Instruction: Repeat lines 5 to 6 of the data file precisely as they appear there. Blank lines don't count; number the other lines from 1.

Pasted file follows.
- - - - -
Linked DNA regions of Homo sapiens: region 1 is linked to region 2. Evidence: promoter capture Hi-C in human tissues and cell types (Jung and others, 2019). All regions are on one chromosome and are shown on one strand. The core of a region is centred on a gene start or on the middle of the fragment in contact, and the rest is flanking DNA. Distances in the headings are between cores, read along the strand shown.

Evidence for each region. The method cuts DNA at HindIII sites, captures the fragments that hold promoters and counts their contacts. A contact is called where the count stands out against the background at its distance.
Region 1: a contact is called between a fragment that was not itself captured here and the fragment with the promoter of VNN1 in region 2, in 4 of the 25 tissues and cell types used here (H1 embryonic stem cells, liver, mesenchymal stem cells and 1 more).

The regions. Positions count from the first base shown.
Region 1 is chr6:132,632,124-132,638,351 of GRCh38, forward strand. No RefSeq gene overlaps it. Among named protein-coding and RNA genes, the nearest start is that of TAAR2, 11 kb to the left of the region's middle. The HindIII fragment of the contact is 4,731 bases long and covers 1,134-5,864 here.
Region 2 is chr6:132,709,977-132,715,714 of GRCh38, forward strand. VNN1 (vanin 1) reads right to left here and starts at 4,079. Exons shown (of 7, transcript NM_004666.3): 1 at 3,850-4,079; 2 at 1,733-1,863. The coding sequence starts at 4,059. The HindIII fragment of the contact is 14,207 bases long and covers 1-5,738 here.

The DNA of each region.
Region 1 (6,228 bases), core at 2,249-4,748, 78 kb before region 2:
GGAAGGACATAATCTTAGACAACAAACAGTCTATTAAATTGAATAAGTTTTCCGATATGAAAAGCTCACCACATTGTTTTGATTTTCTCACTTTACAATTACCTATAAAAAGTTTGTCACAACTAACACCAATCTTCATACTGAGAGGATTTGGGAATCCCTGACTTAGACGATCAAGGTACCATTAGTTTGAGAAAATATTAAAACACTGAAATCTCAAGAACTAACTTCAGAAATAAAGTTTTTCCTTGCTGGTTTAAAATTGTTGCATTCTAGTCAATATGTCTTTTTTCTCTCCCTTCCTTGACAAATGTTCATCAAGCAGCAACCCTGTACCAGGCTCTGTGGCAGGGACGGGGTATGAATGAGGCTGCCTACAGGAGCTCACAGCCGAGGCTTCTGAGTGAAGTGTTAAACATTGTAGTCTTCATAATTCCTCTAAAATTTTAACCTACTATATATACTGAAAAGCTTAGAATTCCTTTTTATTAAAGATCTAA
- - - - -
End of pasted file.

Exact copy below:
Region 1 is chr6:132,632,124-132,638,351 of GRCh38, forward strand. No RefSeq gene overlaps it. Among named protein-coding and RNA genes, the nearest start is that of TAAR2, 11 kb to the left of the region's middle. The HindIII fragment of the contact is 4,731 bases long and covers 1,134-5,864 here.
Region 2 is chr6:132,709,977-132,715,714 of GRCh38, forward strand. VNN1 (vanin 1) reads right to left here and starts at 4,079. Exons shown (of 7, transcript NM_004666.3): 1 at 3,850-4,079; 2 at 1,733-1,863. The coding sequence starts at 4,059. The HindIII fragment of the contact is 14,207 bases long and covers 1-5,738 here.